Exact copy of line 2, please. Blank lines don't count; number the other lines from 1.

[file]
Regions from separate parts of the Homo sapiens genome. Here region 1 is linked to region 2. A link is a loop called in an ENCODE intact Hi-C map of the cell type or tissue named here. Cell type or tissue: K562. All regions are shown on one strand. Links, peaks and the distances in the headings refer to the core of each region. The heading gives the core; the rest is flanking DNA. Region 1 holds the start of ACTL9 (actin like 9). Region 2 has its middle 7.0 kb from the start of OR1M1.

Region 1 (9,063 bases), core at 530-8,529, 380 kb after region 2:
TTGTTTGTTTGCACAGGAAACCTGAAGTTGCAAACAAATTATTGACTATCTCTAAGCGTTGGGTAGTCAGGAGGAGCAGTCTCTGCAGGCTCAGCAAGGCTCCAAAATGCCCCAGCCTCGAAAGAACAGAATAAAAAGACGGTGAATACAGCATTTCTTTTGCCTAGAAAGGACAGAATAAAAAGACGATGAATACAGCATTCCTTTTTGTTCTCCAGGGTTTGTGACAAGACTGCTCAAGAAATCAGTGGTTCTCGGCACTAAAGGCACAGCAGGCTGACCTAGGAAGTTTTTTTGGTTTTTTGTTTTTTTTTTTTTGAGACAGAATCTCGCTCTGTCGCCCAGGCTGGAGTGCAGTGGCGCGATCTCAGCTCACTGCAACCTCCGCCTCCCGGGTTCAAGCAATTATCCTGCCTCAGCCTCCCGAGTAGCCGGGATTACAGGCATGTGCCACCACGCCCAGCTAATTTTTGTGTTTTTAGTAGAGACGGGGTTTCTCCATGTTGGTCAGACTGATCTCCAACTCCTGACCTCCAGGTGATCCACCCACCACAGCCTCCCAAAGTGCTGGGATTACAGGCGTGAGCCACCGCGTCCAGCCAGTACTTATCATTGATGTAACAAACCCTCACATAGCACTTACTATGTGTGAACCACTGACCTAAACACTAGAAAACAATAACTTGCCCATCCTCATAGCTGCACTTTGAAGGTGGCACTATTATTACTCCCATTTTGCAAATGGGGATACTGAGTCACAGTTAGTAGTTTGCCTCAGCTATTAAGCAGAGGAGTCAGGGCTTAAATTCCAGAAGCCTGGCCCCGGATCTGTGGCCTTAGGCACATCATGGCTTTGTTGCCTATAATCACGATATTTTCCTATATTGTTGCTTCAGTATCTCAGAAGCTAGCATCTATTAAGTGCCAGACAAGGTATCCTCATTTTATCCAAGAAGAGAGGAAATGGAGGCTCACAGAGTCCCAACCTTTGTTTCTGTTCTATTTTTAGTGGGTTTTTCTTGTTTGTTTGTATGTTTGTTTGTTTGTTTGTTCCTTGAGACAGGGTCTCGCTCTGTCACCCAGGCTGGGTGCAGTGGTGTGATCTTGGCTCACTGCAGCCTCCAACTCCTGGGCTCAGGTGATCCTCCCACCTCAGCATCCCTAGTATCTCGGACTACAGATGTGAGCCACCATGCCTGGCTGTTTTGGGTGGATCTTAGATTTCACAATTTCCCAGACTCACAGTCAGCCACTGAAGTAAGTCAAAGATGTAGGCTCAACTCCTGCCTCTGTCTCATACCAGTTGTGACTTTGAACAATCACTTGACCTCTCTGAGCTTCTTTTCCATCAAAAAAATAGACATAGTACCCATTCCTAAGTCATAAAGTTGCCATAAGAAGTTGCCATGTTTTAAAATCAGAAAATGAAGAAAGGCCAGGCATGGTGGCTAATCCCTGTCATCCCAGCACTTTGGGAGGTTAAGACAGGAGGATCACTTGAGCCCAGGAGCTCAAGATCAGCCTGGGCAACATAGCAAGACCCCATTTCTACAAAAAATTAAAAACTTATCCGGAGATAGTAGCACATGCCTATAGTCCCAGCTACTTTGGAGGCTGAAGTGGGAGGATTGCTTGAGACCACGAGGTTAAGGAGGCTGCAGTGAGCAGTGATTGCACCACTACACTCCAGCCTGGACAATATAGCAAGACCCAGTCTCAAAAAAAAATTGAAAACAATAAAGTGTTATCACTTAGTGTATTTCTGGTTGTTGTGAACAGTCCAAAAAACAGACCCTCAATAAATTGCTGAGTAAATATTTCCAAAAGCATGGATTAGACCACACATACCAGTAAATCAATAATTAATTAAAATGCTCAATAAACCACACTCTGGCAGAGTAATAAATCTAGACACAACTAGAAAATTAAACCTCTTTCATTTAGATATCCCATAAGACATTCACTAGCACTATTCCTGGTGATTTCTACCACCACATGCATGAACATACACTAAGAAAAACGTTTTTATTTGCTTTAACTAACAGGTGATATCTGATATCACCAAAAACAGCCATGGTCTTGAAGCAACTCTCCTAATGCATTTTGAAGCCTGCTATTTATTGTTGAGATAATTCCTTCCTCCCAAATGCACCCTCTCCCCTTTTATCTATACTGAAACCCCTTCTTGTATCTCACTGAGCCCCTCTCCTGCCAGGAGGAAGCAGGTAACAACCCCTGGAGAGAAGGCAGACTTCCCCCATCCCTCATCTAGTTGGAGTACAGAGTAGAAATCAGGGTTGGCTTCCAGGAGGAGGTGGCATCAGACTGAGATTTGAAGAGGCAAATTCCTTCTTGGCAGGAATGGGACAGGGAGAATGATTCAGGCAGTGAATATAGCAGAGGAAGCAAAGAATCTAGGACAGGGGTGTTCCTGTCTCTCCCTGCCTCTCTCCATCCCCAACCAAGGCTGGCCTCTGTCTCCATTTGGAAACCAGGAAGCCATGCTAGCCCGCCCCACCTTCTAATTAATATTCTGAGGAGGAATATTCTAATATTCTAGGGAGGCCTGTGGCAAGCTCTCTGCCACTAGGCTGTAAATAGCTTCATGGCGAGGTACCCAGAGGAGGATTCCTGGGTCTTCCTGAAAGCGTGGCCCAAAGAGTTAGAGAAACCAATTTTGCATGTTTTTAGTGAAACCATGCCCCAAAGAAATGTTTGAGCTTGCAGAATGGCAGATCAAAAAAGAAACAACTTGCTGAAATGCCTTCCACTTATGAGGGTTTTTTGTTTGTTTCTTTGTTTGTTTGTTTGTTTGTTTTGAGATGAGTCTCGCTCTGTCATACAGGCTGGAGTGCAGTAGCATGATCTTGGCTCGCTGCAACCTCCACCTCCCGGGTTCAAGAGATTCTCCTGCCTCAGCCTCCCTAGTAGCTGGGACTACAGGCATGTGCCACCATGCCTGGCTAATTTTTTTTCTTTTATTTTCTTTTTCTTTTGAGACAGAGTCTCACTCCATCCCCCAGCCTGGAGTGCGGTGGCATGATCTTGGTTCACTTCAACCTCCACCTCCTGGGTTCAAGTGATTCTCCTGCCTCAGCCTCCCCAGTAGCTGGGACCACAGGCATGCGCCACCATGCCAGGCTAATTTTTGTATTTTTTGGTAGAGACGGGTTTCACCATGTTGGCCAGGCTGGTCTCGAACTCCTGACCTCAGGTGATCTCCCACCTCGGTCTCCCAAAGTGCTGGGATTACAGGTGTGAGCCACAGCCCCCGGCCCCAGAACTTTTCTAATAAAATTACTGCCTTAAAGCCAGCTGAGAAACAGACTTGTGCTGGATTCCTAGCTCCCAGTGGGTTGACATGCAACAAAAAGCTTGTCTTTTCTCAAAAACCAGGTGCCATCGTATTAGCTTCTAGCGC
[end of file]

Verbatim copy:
Region 1 (9,063 bases), core at 530-8,529, 380 kb after region 2: